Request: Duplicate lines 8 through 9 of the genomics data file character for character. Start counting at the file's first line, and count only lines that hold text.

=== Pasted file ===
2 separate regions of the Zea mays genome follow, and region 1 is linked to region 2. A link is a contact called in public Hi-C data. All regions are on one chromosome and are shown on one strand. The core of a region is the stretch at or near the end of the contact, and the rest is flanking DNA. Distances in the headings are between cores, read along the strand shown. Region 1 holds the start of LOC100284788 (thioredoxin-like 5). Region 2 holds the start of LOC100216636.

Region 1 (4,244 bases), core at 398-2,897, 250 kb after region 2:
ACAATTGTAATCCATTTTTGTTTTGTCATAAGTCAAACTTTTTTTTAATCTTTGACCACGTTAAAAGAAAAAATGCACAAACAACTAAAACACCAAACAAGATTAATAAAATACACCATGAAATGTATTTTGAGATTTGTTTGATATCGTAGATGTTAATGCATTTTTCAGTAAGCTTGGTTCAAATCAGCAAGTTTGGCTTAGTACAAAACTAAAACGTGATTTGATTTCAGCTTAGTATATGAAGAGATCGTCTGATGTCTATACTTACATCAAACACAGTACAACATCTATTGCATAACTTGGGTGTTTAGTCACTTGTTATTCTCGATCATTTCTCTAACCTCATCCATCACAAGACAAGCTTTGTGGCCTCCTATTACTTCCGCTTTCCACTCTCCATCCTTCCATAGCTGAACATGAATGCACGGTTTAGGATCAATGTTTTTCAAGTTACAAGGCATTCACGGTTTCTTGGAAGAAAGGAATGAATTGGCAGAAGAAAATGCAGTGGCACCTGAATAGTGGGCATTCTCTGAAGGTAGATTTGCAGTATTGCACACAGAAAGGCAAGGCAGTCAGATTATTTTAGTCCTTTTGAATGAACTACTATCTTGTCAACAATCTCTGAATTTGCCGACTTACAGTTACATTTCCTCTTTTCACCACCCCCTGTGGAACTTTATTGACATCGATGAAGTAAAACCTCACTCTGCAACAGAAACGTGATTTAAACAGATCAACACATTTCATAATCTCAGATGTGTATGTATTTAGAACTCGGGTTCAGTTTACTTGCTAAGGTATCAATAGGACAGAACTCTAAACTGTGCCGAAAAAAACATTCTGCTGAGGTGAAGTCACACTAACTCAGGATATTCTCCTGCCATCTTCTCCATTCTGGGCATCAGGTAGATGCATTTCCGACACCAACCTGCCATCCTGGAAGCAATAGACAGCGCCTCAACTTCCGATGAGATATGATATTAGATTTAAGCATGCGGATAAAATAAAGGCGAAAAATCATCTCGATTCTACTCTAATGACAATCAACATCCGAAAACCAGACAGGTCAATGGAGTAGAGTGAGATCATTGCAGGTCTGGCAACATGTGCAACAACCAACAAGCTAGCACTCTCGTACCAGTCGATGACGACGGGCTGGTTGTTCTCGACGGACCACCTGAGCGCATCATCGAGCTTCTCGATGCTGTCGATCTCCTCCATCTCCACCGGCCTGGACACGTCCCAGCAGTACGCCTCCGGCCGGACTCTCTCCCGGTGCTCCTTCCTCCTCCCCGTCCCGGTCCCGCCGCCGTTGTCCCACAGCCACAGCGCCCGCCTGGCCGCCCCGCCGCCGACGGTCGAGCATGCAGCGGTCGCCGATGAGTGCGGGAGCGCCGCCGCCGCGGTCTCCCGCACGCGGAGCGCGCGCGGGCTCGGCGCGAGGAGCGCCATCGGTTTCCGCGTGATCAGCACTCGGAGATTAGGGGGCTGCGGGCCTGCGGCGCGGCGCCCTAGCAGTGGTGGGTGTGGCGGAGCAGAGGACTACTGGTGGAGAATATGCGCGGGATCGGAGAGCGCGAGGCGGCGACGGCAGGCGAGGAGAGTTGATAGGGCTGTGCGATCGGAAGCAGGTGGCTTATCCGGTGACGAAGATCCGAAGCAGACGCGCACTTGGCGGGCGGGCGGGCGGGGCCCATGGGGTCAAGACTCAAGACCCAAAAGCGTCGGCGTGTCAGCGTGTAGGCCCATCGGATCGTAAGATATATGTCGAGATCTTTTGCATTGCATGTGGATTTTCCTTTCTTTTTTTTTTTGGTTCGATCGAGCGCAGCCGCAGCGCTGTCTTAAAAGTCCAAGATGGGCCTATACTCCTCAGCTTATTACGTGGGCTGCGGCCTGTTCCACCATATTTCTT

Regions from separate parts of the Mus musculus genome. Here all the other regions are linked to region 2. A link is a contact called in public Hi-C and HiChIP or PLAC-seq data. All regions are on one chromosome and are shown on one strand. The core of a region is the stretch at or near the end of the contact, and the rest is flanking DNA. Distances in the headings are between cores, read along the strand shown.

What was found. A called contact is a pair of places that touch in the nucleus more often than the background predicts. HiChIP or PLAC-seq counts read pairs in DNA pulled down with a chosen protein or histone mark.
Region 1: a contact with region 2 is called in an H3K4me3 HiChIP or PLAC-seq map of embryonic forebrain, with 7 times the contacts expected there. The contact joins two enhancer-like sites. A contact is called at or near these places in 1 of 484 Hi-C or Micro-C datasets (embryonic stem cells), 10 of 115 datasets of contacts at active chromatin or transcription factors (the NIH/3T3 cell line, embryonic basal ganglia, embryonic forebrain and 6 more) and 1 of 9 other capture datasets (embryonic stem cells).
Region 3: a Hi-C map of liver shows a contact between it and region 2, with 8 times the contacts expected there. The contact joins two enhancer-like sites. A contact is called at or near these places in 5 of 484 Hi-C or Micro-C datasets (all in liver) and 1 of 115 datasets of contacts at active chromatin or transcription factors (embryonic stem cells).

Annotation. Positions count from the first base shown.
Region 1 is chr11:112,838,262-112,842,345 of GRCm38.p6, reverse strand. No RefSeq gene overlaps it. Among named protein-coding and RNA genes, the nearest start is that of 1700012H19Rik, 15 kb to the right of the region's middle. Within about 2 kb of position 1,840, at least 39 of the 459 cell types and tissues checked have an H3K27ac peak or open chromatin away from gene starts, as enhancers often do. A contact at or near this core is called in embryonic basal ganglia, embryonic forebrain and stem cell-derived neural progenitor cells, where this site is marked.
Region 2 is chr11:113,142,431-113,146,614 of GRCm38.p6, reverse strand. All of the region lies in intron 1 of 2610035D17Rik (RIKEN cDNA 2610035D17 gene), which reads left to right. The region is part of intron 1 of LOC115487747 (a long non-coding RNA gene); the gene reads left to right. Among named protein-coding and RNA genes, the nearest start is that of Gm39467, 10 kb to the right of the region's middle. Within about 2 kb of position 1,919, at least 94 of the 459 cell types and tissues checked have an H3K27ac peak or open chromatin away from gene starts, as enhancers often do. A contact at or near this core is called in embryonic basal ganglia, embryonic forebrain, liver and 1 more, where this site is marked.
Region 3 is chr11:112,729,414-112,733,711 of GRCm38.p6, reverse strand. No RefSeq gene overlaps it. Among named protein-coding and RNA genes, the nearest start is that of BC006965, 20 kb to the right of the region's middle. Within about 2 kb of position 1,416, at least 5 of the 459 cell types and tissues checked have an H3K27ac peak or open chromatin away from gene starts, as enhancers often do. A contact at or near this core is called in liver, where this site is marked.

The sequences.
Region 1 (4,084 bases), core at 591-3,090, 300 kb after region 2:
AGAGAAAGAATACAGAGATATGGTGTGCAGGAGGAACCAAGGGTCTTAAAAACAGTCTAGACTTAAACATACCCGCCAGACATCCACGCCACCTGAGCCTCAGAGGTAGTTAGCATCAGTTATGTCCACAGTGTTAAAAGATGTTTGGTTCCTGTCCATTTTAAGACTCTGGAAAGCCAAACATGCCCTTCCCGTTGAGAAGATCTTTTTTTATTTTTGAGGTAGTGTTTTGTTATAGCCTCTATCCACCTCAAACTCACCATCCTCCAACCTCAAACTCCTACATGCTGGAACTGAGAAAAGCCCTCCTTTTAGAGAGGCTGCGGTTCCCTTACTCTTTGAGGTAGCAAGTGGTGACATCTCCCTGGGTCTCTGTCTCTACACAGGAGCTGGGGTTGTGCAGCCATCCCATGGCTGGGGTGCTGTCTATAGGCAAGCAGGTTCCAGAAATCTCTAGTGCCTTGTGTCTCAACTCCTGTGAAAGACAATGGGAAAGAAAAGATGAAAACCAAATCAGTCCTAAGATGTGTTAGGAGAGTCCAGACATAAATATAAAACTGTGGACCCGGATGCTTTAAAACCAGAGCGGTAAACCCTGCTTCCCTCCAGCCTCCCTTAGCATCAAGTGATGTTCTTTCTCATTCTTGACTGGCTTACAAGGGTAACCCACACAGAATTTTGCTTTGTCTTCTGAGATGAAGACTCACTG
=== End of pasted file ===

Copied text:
Annotation. Positions count from the first base shown.
Region 1 is chr11:112,838,262-112,842,345 of GRCm38.p6, reverse strand. No RefSeq gene overlaps it. Among named protein-coding and RNA genes, the nearest start is that of 1700012H19Rik, 15 kb to the right of the region's middle. Within about 2 kb of position 1,840, at least 39 of the 459 cell types and tissues checked have an H3K27ac peak or open chromatin away from gene starts, as enhancers often do. A contact at or near this core is called in embryonic basal ganglia, embryonic forebrain and stem cell-derived neural progenitor cells, where this site is marked.